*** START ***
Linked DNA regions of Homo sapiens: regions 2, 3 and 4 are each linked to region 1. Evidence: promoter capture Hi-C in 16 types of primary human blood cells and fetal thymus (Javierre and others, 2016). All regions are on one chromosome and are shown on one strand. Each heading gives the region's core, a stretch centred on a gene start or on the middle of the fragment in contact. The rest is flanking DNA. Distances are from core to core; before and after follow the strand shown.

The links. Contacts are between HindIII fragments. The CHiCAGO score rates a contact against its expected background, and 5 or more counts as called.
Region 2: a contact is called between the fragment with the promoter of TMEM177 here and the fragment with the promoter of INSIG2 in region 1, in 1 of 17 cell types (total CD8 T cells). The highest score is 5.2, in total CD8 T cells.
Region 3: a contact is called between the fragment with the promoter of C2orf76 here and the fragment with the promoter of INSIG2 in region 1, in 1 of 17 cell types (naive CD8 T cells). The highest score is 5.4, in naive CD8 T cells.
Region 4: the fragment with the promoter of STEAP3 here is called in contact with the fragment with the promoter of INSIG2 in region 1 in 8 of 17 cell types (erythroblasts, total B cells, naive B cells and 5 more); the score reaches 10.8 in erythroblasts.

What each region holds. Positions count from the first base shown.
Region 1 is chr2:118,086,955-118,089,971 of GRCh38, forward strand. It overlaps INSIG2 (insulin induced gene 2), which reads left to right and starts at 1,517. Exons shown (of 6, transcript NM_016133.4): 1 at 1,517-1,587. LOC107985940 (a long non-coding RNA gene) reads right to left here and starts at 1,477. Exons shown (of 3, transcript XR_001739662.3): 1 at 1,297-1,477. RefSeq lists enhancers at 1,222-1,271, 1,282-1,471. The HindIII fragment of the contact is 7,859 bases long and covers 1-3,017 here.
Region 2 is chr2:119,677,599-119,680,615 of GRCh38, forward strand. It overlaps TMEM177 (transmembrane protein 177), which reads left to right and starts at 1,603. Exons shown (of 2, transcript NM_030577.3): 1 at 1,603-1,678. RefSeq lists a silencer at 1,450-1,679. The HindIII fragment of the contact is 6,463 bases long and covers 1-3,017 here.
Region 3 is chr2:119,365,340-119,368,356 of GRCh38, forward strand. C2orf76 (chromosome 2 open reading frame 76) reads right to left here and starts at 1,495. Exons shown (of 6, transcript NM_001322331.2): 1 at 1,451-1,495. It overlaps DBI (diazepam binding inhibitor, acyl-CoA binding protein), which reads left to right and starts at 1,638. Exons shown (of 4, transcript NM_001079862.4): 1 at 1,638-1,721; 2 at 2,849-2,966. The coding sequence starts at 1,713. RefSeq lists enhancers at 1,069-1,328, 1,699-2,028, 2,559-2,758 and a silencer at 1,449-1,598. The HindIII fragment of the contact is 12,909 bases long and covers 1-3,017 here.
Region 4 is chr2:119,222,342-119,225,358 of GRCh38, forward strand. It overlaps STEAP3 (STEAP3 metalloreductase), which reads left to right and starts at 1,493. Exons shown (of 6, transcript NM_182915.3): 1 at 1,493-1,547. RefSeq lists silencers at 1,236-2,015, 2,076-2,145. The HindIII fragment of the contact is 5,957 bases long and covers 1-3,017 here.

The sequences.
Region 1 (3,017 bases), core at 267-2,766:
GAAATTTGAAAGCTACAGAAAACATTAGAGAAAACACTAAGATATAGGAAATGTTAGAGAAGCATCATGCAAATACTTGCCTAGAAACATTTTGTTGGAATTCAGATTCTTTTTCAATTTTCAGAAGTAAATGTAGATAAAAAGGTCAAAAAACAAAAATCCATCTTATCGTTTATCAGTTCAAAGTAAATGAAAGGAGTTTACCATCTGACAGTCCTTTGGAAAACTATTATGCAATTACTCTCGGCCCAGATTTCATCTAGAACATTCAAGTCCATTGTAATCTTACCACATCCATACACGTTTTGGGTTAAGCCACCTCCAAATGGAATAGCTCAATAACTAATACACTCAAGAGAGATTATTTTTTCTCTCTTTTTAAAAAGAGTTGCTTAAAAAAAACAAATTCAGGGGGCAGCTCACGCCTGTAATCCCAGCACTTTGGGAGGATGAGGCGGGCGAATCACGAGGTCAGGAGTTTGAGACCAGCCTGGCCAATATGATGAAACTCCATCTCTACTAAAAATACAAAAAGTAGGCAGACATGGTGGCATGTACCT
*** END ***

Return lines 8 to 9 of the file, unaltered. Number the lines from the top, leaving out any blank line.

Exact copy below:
Region 2 is chr2:119,677,599-119,680,615 of GRCh38, forward strand. It overlaps TMEM177 (transmembrane protein 177), which reads left to right and starts at 1,603. Exons shown (of 2, transcript NM_030577.3): 1 at 1,603-1,678. RefSeq lists a silencer at 1,450-1,679. The HindIII fragment of the contact is 6,463 bases long and covers 1-3,017 here.
Region 3 is chr2:119,365,340-119,368,356 of GRCh38, forward strand. C2orf76 (chromosome 2 open reading frame 76) reads right to left here and starts at 1,495. Exons shown (of 6, transcript NM_001322331.2): 1 at 1,451-1,495. It overlaps DBI (diazepam binding inhibitor, acyl-CoA binding protein), which reads left to right and starts at 1,638. Exons shown (of 4, transcript NM_001079862.4): 1 at 1,638-1,721; 2 at 2,849-2,966. The coding sequence starts at 1,713. RefSeq lists enhancers at 1,069-1,328, 1,699-2,028, 2,559-2,758 and a silencer at 1,449-1,598. The HindIII fragment of the contact is 12,909 bases long and covers 1-3,017 here.